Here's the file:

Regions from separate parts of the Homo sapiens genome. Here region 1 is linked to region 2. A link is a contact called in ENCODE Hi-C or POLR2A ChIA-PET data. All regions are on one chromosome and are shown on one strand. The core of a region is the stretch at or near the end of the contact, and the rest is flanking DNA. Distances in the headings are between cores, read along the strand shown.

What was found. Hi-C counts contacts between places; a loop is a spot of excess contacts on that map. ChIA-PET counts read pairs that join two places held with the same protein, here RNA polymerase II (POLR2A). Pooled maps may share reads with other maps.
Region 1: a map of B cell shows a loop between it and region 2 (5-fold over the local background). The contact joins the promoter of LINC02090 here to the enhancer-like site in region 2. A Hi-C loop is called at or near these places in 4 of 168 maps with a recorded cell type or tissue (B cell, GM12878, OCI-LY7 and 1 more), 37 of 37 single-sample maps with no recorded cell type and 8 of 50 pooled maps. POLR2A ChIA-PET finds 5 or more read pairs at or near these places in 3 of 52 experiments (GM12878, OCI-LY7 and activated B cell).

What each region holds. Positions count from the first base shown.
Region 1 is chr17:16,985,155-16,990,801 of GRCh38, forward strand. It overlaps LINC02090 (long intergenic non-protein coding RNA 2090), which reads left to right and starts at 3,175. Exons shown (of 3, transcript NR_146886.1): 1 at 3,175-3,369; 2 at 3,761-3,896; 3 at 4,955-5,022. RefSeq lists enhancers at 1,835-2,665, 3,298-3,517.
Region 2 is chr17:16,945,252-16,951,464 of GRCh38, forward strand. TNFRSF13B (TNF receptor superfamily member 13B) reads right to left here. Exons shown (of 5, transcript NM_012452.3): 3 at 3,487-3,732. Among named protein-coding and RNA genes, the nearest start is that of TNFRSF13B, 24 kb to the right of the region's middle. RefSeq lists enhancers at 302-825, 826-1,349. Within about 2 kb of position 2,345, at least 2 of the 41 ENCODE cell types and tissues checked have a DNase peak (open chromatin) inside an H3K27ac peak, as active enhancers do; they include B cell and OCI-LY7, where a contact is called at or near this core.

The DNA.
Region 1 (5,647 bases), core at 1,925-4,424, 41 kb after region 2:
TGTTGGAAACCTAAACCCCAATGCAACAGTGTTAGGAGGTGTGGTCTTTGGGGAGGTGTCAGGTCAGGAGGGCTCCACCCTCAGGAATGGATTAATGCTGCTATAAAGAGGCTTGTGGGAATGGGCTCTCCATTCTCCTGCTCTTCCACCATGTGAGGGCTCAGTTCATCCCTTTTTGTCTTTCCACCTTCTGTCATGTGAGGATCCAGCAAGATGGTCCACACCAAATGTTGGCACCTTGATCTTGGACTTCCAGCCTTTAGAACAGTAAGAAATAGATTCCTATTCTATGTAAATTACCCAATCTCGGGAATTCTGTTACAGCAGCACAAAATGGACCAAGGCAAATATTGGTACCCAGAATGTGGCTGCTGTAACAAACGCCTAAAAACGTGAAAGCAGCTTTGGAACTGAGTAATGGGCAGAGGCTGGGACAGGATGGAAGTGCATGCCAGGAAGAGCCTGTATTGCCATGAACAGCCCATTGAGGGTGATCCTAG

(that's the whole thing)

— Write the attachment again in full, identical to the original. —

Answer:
Regions from separate parts of the Homo sapiens genome. Here region 1 is linked to region 2. A link is a contact called in ENCODE Hi-C or POLR2A ChIA-PET data. All regions are on one chromosome and are shown on one strand. The core of a region is the stretch at or near the end of the contact, and the rest is flanking DNA. Distances in the headings are between cores, read along the strand shown.

What was found. Hi-C counts contacts between places; a loop is a spot of excess contacts on that map. ChIA-PET counts read pairs that join two places held with the same protein, here RNA polymerase II (POLR2A). Pooled maps may share reads with other maps.
Region 1: a map of B cell shows a loop between it and region 2 (5-fold over the local background). The contact joins the promoter of LINC02090 here to the enhancer-like site in region 2. A Hi-C loop is called at or near these places in 4 of 168 maps with a recorded cell type or tissue (B cell, GM12878, OCI-LY7 and 1 more), 37 of 37 single-sample maps with no recorded cell type and 8 of 50 pooled maps. POLR2A ChIA-PET finds 5 or more read pairs at or near these places in 3 of 52 experiments (GM12878, OCI-LY7 and activated B cell).

What each region holds. Positions count from the first base shown.
Region 1 is chr17:16,985,155-16,990,801 of GRCh38, forward strand. It overlaps LINC02090 (long intergenic non-protein coding RNA 2090), which reads left to right and starts at 3,175. Exons shown (of 3, transcript NR_146886.1): 1 at 3,175-3,369; 2 at 3,761-3,896; 3 at 4,955-5,022. RefSeq lists enhancers at 1,835-2,665, 3,298-3,517.
Region 2 is chr17:16,945,252-16,951,464 of GRCh38, forward strand. TNFRSF13B (TNF receptor superfamily member 13B) reads right to left here. Exons shown (of 5, transcript NM_012452.3): 3 at 3,487-3,732. Among named protein-coding and RNA genes, the nearest start is that of TNFRSF13B, 24 kb to the right of the region's middle. RefSeq lists enhancers at 302-825, 826-1,349. Within about 2 kb of position 2,345, at least 2 of the 41 ENCODE cell types and tissues checked have a DNase peak (open chromatin) inside an H3K27ac peak, as active enhancers do; they include B cell and OCI-LY7, where a contact is called at or near this core.

The DNA.
Region 1 (5,647 bases), core at 1,925-4,424, 41 kb after region 2:
TGTTGGAAACCTAAACCCCAATGCAACAGTGTTAGGAGGTGTGGTCTTTGGGGAGGTGTCAGGTCAGGAGGGCTCCACCCTCAGGAATGGATTAATGCTGCTATAAAGAGGCTTGTGGGAATGGGCTCTCCATTCTCCTGCTCTTCCACCATGTGAGGGCTCAGTTCATCCCTTTTTGTCTTTCCACCTTCTGTCATGTGAGGATCCAGCAAGATGGTCCACACCAAATGTTGGCACCTTGATCTTGGACTTCCAGCCTTTAGAACAGTAAGAAATAGATTCCTATTCTATGTAAATTACCCAATCTCGGGAATTCTGTTACAGCAGCACAAAATGGACCAAGGCAAATATTGGTACCCAGAATGTGGCTGCTGTAACAAACGCCTAAAAACGTGAAAGCAGCTTTGGAACTGAGTAATGGGCAGAGGCTGGGACAGGATGGAAGTGCATGCCAGGAAGAGCCTGTATTGCCATGAACAGCCCATTGAGGGTGATCCTAG